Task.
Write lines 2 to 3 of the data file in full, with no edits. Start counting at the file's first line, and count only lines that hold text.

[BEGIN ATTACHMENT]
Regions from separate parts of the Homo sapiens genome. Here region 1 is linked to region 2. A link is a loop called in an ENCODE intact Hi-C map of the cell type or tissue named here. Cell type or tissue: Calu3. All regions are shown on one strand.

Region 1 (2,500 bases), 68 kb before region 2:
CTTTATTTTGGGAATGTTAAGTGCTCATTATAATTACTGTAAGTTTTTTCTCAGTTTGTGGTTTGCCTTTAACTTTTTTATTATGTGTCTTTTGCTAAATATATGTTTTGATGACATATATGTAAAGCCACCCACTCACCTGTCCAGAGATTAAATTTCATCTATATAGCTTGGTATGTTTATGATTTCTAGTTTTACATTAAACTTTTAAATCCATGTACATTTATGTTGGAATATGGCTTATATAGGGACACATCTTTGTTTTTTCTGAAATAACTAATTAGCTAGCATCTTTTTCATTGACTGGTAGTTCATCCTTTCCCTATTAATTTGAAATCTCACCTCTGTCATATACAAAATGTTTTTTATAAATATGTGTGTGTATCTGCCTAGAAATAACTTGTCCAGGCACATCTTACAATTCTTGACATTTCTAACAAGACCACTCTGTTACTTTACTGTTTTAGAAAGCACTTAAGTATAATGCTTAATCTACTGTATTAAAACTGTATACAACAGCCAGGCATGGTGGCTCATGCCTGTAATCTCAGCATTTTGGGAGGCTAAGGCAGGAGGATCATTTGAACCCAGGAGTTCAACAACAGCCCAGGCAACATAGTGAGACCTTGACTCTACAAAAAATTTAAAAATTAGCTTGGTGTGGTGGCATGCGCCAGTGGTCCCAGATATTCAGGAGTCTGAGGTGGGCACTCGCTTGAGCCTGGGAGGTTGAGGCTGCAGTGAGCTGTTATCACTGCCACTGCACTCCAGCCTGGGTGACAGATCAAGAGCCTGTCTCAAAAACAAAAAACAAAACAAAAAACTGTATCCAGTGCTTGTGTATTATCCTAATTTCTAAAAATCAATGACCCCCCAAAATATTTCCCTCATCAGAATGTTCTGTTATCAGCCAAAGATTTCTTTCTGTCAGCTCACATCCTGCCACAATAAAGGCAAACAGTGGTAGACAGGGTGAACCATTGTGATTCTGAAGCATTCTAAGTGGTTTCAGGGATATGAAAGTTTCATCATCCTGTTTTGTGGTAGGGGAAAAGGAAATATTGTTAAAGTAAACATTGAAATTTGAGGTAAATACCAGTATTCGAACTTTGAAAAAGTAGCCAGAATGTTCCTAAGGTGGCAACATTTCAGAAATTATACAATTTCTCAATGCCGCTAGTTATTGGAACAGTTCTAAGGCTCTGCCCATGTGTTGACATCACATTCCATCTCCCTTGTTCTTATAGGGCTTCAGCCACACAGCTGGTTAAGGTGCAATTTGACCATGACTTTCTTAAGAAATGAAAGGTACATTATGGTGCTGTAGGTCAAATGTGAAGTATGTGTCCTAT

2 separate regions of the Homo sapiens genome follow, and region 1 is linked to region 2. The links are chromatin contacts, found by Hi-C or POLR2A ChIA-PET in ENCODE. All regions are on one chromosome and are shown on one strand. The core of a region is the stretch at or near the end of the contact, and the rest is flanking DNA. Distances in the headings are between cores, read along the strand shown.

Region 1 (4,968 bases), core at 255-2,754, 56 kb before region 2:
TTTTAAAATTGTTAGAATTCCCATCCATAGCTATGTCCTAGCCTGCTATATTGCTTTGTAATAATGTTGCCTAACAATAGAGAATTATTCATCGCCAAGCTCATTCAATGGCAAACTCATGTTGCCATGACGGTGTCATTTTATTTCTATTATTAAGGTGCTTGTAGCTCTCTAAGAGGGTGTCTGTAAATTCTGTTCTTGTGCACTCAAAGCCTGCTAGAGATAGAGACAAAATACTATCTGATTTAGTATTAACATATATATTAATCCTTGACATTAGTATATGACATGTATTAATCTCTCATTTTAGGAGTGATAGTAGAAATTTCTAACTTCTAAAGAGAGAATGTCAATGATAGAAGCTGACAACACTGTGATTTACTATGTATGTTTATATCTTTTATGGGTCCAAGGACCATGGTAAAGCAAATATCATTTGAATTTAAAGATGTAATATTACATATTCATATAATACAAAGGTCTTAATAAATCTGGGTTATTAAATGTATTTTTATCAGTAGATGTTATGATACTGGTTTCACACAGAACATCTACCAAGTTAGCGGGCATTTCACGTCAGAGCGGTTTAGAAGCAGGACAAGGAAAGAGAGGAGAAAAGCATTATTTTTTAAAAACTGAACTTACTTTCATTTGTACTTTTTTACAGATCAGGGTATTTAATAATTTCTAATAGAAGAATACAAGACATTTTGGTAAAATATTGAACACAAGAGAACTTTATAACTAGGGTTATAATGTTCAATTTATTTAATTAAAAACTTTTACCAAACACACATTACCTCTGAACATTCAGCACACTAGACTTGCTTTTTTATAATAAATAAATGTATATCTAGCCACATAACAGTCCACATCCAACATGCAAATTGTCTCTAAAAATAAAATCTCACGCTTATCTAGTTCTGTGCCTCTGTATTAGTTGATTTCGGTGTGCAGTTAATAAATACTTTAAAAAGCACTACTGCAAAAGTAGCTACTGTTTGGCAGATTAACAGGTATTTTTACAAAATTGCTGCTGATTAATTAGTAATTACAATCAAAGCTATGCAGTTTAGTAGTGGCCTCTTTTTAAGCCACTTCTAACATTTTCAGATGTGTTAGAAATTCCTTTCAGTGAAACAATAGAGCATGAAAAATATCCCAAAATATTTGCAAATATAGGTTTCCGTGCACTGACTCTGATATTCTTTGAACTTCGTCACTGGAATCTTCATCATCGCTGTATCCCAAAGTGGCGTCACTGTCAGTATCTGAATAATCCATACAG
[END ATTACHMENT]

Region 1 (2,500 bases), 68 kb before region 2:
CTTTATTTTGGGAATGTTAAGTGCTCATTATAATTACTGTAAGTTTTTTCTCAGTTTGTGGTTTGCCTTTAACTTTTTTATTATGTGTCTTTTGCTAAATATATGTTTTGATGACATATATGTAAAGCCACCCACTCACCTGTCCAGAGATTAAATTTCATCTATATAGCTTGGTATGTTTATGATTTCTAGTTTTACATTAAACTTTTAAATCCATGTACATTTATGTTGGAATATGGCTTATATAGGGACACATCTTTGTTTTTTCTGAAATAACTAATTAGCTAGCATCTTTTTCATTGACTGGTAGTTCATCCTTTCCCTATTAATTTGAAATCTCACCTCTGTCATATACAAAATGTTTTTTATAAATATGTGTGTGTATCTGCCTAGAAATAACTTGTCCAGGCACATCTTACAATTCTTGACATTTCTAACAAGACCACTCTGTTACTTTACTGTTTTAGAAAGCACTTAAGTATAATGCTTAATCTACTGTATTAAAACTGTATACAACAGCCAGGCATGGTGGCTCATGCCTGTAATCTCAGCATTTTGGGAGGCTAAGGCAGGAGGATCATTTGAACCCAGGAGTTCAACAACAGCCCAGGCAACATAGTGAGACCTTGACTCTACAAAAAATTTAAAAATTAGCTTGGTGTGGTGGCATGCGCCAGTGGTCCCAGATATTCAGGAGTCTGAGGTGGGCACTCGCTTGAGCCTGGGAGGTTGAGGCTGCAGTGAGCTGTTATCACTGCCACTGCACTCCAGCCTGGGTGACAGATCAAGAGCCTGTCTCAAAAACAAAAAACAAAACAAAAAACTGTATCCAGTGCTTGTGTATTATCCTAATTTCTAAAAATCAATGACCCCCCAAAATATTTCCCTCATCAGAATGTTCTGTTATCAGCCAAAGATTTCTTTCTGTCAGCTCACATCCTGCCACAATAAAGGCAAACAGTGGTAGACAGGGTGAACCATTGTGATTCTGAAGCATTCTAAGTGGTTTCAGGGATATGAAAGTTTCATCATCCTGTTTTGTGGTAGGGGAAAAGGAAATATTGTTAAAGTAAACATTGAAATTTGAGGTAAATACCAGTATTCGAACTTTGAAAAAGTAGCCAGAATGTTCCTAAGGTGGCAACATTTCAGAAATTATACAATTTCTCAATGCCGCTAGTTATTGGAACAGTTCTAAGGCTCTGCCCATGTGTTGACATCACATTCCATCTCCCTTGTTCTTATAGGGCTTCAGCCACACAGCTGGTTAAGGTGCAATTTGACCATGACTTTCTTAAGAAATGAAAGGTACATTATGGTGCTGTAGGTCAAATGTGAAGTATGTGTCCTAT